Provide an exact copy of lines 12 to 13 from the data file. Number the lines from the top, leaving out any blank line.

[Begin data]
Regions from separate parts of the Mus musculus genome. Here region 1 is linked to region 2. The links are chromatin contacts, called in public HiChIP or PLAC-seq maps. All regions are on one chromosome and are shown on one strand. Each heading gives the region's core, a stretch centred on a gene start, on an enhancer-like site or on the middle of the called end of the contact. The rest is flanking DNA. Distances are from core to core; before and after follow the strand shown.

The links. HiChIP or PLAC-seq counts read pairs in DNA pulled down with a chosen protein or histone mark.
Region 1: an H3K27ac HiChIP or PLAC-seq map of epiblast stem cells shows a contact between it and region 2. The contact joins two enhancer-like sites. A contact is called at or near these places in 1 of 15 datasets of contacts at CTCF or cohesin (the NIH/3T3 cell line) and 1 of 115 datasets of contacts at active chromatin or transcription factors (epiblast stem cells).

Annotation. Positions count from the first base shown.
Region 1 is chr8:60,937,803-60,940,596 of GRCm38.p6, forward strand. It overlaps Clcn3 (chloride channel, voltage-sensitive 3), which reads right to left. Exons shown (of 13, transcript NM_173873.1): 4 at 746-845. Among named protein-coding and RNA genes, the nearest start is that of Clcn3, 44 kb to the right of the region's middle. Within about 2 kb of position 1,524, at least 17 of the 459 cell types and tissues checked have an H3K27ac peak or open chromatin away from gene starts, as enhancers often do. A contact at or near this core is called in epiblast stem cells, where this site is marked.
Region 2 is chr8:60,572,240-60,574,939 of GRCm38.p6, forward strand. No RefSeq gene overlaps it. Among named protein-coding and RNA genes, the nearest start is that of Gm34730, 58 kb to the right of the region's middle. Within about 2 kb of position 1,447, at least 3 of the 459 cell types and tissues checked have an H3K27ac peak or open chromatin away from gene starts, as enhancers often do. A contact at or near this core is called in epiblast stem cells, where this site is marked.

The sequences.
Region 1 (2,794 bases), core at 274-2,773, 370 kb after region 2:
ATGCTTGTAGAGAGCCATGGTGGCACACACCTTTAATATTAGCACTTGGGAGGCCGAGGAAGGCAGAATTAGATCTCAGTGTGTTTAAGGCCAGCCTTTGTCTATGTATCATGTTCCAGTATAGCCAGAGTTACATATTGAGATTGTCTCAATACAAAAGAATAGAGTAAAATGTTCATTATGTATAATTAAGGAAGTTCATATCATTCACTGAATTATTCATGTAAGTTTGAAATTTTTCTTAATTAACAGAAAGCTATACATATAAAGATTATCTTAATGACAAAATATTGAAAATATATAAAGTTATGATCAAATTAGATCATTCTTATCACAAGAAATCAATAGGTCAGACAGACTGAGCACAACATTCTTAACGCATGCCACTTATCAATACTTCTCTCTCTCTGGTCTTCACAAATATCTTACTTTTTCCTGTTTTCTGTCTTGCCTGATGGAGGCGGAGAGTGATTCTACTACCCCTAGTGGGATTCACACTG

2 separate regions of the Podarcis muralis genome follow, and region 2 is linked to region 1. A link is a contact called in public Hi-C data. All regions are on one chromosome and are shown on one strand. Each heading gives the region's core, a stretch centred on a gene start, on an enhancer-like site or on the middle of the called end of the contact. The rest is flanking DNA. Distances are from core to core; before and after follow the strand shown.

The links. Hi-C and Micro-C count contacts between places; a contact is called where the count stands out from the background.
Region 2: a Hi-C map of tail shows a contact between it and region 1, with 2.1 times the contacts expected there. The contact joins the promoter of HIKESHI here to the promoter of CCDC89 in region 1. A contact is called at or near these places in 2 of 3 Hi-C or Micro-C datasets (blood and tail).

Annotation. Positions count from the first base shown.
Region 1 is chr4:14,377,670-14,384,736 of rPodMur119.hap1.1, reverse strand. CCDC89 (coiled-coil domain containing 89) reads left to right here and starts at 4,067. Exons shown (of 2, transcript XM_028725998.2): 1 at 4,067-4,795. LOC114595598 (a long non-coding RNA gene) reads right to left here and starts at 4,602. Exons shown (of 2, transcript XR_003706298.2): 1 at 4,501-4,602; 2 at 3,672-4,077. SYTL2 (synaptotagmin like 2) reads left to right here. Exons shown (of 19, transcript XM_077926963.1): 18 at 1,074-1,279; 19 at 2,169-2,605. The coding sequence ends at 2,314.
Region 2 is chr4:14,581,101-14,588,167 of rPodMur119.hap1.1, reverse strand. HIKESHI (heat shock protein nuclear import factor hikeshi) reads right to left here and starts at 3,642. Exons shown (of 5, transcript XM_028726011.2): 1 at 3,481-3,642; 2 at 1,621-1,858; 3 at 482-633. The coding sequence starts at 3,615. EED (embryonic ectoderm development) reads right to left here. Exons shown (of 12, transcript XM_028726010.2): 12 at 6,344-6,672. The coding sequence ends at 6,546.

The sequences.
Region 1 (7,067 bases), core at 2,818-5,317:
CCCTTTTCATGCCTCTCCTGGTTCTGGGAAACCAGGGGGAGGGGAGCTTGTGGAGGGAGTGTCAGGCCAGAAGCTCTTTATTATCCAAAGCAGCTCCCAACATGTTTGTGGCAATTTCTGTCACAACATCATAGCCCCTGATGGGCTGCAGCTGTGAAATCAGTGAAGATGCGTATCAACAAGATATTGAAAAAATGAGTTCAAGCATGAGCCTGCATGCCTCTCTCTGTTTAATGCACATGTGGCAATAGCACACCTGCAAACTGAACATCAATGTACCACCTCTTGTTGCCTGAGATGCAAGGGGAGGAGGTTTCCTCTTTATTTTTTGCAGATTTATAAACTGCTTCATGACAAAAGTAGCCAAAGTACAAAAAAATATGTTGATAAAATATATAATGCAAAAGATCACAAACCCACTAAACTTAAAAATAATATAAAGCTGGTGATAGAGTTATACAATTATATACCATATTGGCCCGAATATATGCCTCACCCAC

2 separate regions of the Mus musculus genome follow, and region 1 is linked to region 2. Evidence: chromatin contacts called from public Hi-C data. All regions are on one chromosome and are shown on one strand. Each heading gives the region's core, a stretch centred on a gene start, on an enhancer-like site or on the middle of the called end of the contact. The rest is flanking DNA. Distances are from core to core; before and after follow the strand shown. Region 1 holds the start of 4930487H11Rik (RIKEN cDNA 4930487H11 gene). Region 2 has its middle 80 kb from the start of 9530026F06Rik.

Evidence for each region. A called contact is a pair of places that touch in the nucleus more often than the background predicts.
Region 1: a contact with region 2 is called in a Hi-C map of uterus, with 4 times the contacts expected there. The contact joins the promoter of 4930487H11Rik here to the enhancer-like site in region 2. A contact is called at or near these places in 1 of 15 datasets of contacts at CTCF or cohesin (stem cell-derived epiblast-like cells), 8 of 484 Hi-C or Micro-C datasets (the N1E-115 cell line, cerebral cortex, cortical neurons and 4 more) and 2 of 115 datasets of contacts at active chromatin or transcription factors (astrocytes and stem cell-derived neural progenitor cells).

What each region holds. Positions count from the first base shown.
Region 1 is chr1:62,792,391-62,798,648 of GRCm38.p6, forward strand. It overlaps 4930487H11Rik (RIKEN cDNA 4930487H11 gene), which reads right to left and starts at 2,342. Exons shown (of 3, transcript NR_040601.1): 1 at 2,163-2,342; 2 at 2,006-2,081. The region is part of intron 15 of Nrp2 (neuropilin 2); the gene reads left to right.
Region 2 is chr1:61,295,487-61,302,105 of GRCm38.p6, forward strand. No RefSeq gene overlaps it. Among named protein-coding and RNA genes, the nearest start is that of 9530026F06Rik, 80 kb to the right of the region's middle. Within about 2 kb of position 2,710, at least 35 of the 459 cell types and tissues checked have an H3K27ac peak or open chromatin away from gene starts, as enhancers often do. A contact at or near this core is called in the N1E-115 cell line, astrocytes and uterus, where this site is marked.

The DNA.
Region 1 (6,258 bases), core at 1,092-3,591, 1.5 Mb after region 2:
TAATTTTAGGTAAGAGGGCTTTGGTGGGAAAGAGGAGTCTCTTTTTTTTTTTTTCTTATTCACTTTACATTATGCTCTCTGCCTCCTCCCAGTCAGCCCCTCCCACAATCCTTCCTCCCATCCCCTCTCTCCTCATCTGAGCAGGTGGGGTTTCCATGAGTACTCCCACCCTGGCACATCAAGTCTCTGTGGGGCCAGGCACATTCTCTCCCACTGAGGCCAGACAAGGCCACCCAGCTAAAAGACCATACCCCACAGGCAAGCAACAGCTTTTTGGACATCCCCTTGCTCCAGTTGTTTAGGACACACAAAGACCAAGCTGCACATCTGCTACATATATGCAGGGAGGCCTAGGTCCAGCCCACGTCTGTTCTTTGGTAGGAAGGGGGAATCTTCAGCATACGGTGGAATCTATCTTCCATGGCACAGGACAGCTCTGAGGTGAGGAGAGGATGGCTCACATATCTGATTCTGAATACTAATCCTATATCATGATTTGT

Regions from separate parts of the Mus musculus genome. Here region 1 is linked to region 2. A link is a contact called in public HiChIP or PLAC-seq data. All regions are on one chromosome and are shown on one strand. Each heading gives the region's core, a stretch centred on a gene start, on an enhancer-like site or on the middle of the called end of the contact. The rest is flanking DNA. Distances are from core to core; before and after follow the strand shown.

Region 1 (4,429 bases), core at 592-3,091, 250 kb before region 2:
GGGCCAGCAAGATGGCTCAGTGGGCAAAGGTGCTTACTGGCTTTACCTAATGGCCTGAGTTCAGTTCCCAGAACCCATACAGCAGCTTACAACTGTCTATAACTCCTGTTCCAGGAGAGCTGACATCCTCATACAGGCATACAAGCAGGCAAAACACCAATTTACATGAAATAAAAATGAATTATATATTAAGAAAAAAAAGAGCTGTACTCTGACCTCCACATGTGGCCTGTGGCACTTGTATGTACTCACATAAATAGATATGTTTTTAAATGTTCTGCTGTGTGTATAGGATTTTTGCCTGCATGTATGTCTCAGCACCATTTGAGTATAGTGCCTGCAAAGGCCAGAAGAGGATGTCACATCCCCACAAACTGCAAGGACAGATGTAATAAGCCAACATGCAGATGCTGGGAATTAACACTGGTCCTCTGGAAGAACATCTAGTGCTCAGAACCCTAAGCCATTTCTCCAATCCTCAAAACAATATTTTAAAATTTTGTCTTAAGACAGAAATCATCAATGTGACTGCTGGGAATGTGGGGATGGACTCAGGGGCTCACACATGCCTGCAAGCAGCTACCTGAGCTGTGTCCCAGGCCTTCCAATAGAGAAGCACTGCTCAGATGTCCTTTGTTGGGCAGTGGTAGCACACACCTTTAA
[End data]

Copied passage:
Region 2: a Hi-C map of tail shows a contact between it and region 1, with 2.1 times the contacts expected there. The contact joins the promoter of HIKESHI here to the promoter of CCDC89 in region 1. A contact is called at or near these places in 2 of 3 Hi-C or Micro-C datasets (blood and tail).

Annotation. Positions count from the first base shown.